I’m selfishly writing this article for the benefit of my parents.
My parents live in Sioux Falls, South Dakota. My mom is a nurse practitioner in psychiatry with an advanced degree in nursing. My step-dad is the CEO of a successful small business that focuses on carpentry. They are both incredibly smart, out-going, people that support me in all of my wild endeavors. They constantly want to know more about what I do as a research assistant in nuclear issues, but, at a very fundamental level, they do not understand. They can tread water for a while when I make wonky assertions, but they simply cannot keep up. It is not an issue of intelligence, nor is it a generational one (my mom knows an inordinate amount about Migos and Bad Bunny and twerking, and my step-dad frequently belts out lyrics to “thank u, next”). Rather, it is an issue of access, specifically, an issue of access vis-à-vis language.
While it is true that several DC think tanks have created fact sheets, glossaries, and even curriculums explaining national security terms, they are still relatively difficult to find and consume without causing eyes to glaze over. In fact, in order to access this information, one must already have a relatively substantial background in political science/national security. Even knowing where to find these “helpful guides” is a challenge because one must also already know who is producing said information. To add even more of a kicker, often the organizations themselves have a name that is only an acronym. It’s an alphabet soup from hell, and it is scaring away people who actively want to participate.
So, with that said, I wanted to create a no-nonsense, easy to use, easy to find “top 25 guide” to language and acronyms that flood the DC national security sphere. The goal is to KISS (keep it simple, stupid). All bullshit aside, people want to care, and this guide wants to help.
1. Ballistic vs. Cruise: Ballistic and cruise are two different types of missiles. If an acronym has “BM” it most likely refers to a ballistic missile, whereas “CM” is a cruise missile. Ballistic missiles are launched directly into the high layers of the atmosphere, eventually leaving the atmosphere (Think: “bye, bye ballistic). After the initial launch, a ballistic missile begins an “unpowered flight” (i.e. only using gravity to travel). It follows an arch pathway, and after reaching its peak, the warhead detaches from the rest of the missile to hit its target. A cruise missile, however, is guided throughout its entire flight (i.e. by an engine). It does not leave the atmosphere and can change its path to hit its target. Both types of missiles can carry conventional and nuclear warheads and both are capable of making huge ass explosions.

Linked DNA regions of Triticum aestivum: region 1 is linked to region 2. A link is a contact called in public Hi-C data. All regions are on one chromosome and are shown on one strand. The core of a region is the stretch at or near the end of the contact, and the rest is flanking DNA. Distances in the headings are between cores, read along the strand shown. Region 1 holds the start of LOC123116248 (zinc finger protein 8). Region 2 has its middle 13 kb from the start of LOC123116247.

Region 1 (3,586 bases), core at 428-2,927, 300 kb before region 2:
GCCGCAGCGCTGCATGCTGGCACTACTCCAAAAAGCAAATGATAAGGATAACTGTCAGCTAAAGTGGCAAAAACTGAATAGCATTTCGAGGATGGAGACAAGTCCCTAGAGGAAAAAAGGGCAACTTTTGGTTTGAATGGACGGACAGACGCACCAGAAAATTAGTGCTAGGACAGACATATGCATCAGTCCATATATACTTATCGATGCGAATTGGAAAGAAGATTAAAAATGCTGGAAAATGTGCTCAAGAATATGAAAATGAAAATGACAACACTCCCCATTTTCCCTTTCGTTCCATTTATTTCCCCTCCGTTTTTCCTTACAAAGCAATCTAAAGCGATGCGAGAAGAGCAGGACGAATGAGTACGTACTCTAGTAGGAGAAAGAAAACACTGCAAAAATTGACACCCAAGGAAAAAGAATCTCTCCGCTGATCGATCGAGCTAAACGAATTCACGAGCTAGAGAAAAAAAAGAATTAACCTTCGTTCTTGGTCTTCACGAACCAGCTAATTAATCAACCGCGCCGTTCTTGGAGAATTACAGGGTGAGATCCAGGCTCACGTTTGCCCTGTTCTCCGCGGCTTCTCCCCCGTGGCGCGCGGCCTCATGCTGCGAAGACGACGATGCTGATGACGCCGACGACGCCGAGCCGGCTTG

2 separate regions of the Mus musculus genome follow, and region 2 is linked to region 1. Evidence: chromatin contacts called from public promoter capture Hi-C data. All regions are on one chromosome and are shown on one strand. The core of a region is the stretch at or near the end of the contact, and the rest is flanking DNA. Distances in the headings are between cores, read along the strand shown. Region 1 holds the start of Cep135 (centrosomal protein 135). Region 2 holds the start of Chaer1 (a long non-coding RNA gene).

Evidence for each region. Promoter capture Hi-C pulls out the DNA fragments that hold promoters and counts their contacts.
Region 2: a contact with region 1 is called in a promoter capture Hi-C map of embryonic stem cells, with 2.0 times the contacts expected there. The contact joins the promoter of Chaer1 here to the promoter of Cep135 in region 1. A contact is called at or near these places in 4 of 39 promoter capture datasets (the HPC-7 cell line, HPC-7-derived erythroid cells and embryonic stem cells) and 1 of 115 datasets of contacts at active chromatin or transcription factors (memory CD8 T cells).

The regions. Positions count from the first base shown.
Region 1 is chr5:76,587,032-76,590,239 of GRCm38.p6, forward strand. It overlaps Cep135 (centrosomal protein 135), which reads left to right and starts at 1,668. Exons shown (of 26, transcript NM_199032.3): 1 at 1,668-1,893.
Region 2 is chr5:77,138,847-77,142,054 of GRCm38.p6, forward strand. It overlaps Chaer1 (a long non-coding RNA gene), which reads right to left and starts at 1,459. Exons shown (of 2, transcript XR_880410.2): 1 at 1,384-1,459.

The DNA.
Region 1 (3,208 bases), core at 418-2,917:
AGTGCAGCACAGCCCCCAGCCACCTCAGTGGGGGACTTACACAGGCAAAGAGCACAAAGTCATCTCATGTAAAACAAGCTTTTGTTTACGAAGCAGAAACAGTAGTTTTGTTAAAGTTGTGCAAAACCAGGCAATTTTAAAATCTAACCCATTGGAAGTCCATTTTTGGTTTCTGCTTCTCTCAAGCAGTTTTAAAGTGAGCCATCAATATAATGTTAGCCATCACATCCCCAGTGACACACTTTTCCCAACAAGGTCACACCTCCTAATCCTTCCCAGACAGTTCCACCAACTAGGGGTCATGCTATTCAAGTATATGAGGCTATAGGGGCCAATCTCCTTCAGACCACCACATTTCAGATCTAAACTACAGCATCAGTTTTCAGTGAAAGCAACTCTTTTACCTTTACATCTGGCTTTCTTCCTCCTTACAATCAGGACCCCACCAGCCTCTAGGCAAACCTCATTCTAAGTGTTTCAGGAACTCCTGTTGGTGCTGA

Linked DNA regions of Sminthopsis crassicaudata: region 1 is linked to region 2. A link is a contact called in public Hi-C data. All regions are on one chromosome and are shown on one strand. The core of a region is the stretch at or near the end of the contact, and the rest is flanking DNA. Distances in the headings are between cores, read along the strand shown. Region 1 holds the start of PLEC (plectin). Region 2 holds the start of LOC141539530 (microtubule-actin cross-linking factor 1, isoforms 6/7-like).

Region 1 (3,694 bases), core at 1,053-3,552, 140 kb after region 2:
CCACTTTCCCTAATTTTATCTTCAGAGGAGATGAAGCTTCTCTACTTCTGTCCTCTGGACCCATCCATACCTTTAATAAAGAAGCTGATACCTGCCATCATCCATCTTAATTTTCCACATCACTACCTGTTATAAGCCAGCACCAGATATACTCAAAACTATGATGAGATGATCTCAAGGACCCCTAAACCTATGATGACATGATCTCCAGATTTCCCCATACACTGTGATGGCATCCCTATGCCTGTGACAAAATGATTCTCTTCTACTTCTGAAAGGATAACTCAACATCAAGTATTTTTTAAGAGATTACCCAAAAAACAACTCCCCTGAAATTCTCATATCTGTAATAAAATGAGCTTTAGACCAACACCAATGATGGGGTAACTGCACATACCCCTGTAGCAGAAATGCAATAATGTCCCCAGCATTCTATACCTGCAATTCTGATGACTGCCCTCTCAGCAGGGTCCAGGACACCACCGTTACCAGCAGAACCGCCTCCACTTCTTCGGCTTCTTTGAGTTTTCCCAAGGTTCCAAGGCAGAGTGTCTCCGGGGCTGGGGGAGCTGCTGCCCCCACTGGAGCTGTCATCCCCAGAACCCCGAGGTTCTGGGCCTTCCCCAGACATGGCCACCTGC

2. ICBM: ICBMs are “Intercontinental Ballistic Missiles.” Ballistic missiles are broadly categorized by how far they can travel, so, in reality, it doesn’t matter how big the size of Trump’s button is (someone should probably tell him). ICBMs have the longest range of ballistic missiles, and other missile categories include IRBM (intermediate range ballistic missile), MRBM (medium-range ballistic missile) and SRBM (short-range ballistic missile). SLBMs refer to ballistic missiles launched from a submarine. Once you know something is a ballistic missile, it’s pretty easy to figure out the acronym: Range abbreviation (or sometimes launch platform) + BM. Conversely, cruise missiles are often classified by their speed: subsonic, supersonic, hypersonic.
3. Solid vs. Liquid Fuel: All missiles require fuel. As the name would suggest, liquid fuel consists of fuel and an oxidizer in a, you guessed it, liquid state, which are then combined in a chamber and ignited for takeoff. Solid fuel is a fuel and oxidizer mixture in a (surprise, surprise) solid form that is ignited. Liquid fuel flow can be controlled and the engine can turn on and off as needed, whereas solid fuel cannot be turned off. Solid fuel is generally viewed as simpler, safer, and cheaper. Liquid fuels in missiles can cause delays in preparedness and long-term storage and maintenance. All you need to remember is that liquid is lame.